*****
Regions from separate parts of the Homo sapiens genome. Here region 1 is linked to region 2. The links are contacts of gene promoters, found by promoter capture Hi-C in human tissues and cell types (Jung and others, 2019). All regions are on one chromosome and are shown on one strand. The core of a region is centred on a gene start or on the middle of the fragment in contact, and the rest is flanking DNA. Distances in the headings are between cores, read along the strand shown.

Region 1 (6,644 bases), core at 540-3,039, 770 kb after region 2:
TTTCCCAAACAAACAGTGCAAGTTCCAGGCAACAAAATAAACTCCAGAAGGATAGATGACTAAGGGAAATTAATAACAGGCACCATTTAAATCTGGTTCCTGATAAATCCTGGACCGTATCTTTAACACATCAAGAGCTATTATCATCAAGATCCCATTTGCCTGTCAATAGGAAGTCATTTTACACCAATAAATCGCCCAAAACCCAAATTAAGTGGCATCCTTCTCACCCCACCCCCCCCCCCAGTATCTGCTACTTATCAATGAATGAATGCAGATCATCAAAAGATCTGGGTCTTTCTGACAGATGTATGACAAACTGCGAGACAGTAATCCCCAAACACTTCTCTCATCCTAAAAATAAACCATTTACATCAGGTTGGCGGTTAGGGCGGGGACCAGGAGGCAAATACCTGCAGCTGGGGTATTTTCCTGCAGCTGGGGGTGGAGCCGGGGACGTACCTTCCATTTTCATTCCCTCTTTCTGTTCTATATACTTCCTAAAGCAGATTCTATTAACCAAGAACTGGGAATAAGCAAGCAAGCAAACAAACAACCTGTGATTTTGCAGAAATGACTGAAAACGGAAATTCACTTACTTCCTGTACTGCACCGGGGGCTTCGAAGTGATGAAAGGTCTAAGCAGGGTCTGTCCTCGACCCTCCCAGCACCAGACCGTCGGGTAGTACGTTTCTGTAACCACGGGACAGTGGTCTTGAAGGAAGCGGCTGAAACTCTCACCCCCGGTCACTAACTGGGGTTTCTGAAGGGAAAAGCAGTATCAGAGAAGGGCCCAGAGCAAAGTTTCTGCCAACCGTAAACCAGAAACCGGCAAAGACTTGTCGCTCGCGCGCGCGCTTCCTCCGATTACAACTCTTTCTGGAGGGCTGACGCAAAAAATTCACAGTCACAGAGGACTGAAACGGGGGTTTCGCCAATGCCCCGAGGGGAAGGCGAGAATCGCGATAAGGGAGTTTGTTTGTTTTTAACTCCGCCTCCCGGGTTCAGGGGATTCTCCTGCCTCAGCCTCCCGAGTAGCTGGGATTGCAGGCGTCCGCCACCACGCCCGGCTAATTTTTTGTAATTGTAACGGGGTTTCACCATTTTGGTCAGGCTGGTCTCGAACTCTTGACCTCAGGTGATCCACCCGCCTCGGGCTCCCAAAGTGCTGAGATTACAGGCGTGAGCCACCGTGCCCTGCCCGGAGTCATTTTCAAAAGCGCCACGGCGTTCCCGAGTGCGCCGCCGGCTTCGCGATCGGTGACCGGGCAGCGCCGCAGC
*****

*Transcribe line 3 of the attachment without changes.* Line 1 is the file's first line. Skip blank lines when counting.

TTTCCCAAACAAACAGTGCAAGTTCCAGGCAACAAAATAAACTCCAGAAGGATAGATGACTAAGGGAAATTAATAACAGGCACCATTTAAATCTGGTTCCTGATAAATCCTGGACCGTATCTTTAACACATCAAGAGCTATTATCATCAAGATCCCATTTGCCTGTCAATAGGAAGTCATTTTACACCAATAAATCGCCCAAAACCCAAATTAAGTGGCATCCTTCTCACCCCACCCCCCCCCCCAGTATCTGCTACTTATCAATGAATGAATGCAGATCATCAAAAGATCTGGGTCTTTCTGACAGATGTATGACAAACTGCGAGACAGTAATCCCCAAACACTTCTCTCATCCTAAAAATAAACCATTTACATCAGGTTGGCGGTTAGGGCGGGGACCAGGAGGCAAATACCTGCAGCTGGGGTATTTTCCTGCAGCTGGGGGTGGAGCCGGGGACGTACCTTCCATTTTCATTCCCTCTTTCTGTTCTATATACTTCCTAAAGCAGATTCTATTAACCAAGAACTGGGAATAAGCAAGCAAGCAAACAAACAACCTGTGATTTTGCAGAAATGACTGAAAACGGAAATTCACTTACTTCCTGTACTGCACCGGGGGCTTCGAAGTGATGAAAGGTCTAAGCAGGGTCTGTCCTCGACCCTCCCAGCACCAGACCGTCGGGTAGTACGTTTCTGTAACCACGGGACAGTGGTCTTGAAGGAAGCGGCTGAAACTCTCACCCCCGGTCACTAACTGGGGTTTCTGAAGGGAAAAGCAGTATCAGAGAAGGGCCCAGAGCAAAGTTTCTGCCAACCGTAAACCAGAAACCGGCAAAGACTTGTCGCTCGCGCGCGCGCTTCCTCCGATTACAACTCTTTCTGGAGGGCTGACGCAAAAAATTCACAGTCACAGAGGACTGAAACGGGGGTTTCGCCAATGCCCCGAGGGGAAGGCGAGAATCGCGATAAGGGAGTTTGTTTGTTTTTAACTCCGCCTCCCGGGTTCAGGGGATTCTCCTGCCTCAGCCTCCCGAGTAGCTGGGATTGCAGGCGTCCGCCACCACGCCCGGCTAATTTTTTGTAATTGTAACGGGGTTTCACCATTTTGGTCAGGCTGGTCTCGAACTCTTGACCTCAGGTGATCCACCCGCCTCGGGCTCCCAAAGTGCTGAGATTACAGGCGTGAGCCACCGTGCCCTGCCCGGAGTCATTTTCAAAAGCGCCACGGCGTTCCCGAGTGCGCCGCCGGCTTCGCGATCGGTGACCGGGCAGCGCCGCAGC